December 2022
Volume 22, Issue 14
Open Access
Vision Sciences Society Annual Meeting Abstract  |   December 2022
Using the DeepGaze III model to decompose spatial and dynamic contributions to fixation placement over time
Author Affiliations & Notes
  • Matthias Kümmerer
    University of Tübingen
  • Thomas S.A. Wallis
    Institute of Psychology and Centre for Cognitive Science, Technical University of Darmstadt
  • Matthias Bethge
    University of Tübingen
  • Footnotes
    Acknowledgements  German Federal Ministry of Education and Research (BMBF): Tübingen AI Center, FKZ: 01IS18039A and the Deutsche Forschungsgemeinschaft (DFG, German Research Foundation): Germany’s Excellence Strategy – EXC 2064/1 – 390727645 and SFB 1233, Robust Vision: Inference Principles and Neural Mechanisms.
Journal of Vision December 2022, Vol.22, 3964. doi:
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      Matthias Kümmerer, Thomas S.A. Wallis, Matthias Bethge; Using the DeepGaze III model to decompose spatial and dynamic contributions to fixation placement over time. Journal of Vision 2022;22(14):3964.

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      © ARVO (1962-2015); The Authors (2016-present)

  • Supplements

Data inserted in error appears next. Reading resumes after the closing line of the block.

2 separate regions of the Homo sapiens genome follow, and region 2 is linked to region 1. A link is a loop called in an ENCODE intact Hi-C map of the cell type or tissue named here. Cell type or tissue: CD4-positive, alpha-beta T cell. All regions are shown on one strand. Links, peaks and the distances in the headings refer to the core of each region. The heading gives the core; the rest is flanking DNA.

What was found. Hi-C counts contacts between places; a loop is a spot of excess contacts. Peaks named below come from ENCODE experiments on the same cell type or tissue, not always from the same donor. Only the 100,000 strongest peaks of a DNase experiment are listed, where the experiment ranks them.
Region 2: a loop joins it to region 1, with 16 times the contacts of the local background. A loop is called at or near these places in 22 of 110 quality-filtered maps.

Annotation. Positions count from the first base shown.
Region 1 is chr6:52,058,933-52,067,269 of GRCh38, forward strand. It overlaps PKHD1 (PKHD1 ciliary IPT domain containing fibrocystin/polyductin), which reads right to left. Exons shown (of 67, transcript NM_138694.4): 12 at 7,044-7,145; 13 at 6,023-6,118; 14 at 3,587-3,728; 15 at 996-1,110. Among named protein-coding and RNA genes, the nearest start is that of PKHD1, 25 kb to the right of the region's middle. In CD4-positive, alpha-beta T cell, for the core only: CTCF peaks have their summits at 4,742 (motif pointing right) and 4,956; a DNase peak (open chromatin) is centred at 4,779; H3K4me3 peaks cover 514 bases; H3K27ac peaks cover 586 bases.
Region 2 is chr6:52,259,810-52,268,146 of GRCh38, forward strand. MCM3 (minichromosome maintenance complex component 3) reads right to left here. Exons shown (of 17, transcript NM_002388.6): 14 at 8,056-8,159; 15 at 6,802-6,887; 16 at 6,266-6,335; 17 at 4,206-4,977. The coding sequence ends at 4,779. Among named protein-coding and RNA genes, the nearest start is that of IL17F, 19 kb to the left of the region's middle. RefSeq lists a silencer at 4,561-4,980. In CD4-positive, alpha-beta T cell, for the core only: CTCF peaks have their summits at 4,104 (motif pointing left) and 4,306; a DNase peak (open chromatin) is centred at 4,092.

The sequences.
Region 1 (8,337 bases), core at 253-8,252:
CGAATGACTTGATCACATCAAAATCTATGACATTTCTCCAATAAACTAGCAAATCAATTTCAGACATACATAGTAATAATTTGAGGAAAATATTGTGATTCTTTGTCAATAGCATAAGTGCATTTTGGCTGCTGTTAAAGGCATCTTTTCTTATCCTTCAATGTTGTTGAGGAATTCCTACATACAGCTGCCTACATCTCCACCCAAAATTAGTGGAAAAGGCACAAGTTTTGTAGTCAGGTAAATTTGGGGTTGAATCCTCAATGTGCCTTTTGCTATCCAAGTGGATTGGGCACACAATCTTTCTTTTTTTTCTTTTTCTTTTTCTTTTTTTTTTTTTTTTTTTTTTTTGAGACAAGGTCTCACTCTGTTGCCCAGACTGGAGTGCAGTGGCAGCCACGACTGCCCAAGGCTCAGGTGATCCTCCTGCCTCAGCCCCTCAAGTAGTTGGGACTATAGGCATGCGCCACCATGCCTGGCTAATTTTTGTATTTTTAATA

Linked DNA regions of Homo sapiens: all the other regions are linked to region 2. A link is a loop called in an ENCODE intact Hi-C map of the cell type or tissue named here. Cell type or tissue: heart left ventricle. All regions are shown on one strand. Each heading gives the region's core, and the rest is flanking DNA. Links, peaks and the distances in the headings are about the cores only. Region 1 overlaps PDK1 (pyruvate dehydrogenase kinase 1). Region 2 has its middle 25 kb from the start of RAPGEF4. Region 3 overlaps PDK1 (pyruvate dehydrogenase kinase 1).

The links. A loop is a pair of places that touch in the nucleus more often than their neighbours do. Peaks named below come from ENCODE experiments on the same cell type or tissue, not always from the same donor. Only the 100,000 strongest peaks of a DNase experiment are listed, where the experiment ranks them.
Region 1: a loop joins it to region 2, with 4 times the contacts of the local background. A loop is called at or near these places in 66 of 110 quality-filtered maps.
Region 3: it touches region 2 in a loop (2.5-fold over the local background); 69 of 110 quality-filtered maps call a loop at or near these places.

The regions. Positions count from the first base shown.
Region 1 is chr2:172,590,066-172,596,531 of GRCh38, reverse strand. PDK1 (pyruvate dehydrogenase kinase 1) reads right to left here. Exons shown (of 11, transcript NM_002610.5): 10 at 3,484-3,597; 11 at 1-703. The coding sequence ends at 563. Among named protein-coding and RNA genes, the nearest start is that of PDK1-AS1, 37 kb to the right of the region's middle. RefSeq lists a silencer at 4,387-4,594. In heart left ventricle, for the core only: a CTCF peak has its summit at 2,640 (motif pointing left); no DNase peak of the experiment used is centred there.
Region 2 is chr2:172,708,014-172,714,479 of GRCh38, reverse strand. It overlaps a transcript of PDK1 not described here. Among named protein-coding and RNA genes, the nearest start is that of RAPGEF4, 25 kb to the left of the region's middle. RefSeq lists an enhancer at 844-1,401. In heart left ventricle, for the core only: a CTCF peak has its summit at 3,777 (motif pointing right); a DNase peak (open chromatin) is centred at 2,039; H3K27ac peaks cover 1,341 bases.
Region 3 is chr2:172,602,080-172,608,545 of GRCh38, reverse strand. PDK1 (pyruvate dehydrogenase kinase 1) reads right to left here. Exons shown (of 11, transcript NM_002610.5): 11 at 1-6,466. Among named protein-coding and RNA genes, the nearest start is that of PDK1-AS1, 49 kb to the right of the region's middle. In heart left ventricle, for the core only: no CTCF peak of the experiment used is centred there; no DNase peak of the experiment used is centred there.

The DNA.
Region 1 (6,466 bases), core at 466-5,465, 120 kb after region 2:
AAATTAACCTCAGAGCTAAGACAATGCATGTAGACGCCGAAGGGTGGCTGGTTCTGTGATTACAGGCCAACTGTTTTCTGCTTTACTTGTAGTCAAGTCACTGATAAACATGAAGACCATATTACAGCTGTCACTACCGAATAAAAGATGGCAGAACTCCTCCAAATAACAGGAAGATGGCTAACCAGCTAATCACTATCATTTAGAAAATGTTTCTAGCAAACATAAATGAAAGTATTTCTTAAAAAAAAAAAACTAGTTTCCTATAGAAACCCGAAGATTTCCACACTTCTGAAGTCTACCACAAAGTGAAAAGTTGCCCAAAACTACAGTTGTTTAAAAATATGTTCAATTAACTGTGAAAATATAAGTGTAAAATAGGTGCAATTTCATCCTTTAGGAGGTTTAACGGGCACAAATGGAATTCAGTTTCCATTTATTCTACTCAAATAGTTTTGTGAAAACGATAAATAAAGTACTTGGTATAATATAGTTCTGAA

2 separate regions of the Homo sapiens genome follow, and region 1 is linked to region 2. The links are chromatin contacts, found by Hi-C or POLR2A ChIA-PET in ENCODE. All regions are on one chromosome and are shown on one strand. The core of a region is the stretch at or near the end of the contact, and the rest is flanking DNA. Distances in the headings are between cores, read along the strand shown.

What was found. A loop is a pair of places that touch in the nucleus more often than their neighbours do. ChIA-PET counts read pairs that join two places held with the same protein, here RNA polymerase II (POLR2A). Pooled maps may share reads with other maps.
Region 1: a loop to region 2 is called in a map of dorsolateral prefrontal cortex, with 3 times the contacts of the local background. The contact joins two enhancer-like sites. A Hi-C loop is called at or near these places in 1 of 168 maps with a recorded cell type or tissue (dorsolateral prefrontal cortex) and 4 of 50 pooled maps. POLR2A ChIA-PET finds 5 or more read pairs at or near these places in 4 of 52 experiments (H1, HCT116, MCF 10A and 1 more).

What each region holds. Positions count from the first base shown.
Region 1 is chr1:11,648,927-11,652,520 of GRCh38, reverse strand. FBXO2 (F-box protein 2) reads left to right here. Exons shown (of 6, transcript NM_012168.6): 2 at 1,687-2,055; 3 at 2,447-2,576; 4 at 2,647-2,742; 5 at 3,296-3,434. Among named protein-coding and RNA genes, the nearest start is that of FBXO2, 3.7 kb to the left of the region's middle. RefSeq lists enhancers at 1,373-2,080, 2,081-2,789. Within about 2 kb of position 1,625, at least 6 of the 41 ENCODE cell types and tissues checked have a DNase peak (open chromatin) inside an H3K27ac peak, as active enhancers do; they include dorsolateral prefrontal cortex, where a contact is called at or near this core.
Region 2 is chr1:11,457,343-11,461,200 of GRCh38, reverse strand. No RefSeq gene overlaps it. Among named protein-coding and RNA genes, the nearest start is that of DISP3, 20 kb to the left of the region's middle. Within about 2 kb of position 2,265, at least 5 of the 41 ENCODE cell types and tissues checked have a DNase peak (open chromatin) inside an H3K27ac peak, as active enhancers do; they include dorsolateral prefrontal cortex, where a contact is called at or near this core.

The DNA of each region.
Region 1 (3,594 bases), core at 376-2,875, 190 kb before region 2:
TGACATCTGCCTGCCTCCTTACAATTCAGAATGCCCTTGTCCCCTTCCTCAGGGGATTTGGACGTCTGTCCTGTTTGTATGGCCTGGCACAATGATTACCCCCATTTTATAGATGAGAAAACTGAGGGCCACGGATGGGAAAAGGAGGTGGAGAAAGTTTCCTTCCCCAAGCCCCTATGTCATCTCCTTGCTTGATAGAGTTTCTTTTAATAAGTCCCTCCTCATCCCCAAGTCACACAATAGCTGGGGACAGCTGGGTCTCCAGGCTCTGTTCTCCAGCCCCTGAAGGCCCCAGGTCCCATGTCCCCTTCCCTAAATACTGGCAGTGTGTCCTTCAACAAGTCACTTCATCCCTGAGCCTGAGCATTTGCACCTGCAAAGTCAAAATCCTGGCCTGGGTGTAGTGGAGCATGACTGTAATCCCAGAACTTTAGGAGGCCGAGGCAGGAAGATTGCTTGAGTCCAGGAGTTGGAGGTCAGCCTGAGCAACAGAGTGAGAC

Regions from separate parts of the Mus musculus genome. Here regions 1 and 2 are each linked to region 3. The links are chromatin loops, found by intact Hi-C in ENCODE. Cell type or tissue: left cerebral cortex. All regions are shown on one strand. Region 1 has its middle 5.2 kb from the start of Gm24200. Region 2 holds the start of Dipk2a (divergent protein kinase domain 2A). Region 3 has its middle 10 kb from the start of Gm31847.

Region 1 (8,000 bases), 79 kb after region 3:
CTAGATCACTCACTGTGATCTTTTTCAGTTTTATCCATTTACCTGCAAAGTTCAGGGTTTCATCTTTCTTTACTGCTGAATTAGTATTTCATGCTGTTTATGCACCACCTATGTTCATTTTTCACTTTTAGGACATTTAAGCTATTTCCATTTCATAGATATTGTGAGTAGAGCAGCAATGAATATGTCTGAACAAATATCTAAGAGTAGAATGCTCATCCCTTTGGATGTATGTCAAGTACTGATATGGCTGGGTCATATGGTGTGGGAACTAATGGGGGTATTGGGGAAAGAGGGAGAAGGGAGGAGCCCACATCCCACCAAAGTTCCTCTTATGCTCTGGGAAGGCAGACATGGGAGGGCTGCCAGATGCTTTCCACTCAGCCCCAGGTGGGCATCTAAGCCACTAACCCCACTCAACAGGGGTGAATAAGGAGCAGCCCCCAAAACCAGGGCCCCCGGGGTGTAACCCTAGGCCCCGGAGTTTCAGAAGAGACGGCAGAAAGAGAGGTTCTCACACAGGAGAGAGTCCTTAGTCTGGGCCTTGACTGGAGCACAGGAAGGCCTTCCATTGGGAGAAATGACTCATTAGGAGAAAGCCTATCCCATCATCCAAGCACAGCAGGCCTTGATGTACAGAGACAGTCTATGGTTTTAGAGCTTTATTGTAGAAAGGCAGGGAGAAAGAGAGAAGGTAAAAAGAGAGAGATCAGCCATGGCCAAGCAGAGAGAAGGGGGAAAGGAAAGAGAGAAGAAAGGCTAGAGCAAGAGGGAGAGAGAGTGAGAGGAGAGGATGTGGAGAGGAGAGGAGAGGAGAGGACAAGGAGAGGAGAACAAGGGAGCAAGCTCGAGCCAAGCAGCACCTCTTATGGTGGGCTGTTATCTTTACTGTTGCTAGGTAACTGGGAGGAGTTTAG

Humans view images in scanpaths of fixations, where they move their gaze over the image to explore interesting parts of the image. Which factors govern the principles of such scanpaths and how they change over time has been the subject of substantial research. The deep learning based DeepGaze III model currently sets the state-of-the-art in free-viewing scanpath prediction on natural images. It combines a spatial prediction module, which captures the influence of scene content on fixation placement, with a scanpath history module that captures the influence of earlier fixations and therefore the dynamics of the scanpath. Here, we conduct a series of ablation studies to train variants of DeepGaze III with no access to scene content, scanpath history or both and analyse how well fixations are predicted over the course of free-viewing scanpaths. We find that the overall predictability of fixations decays substantially over the course of scanpaths. Comparing the ablated models allows us to attribute this decay nearly completely to a decay in the influence of scene content: early fixations focus on the most salient image areas. Additionally, there is an influence of the initial fixation, which is mostly decayed after one saccade. Interestingly, the effect of scanpath history stays nearly constant over the scanpaths, suggesting that the dynamics of scene viewing don't change substantially over time. Due to the capacity of our models relative to the size of the dataset, we can assume that the models are able to capture all substantive ways in which fixations could depend on image content and previous fixations (in the context of free viewing). This avoids the possible confounder that the models are simply not good enough to predict fixations well. This study provides an example of how deep learning based models can be used to further our understanding of human behaviour.


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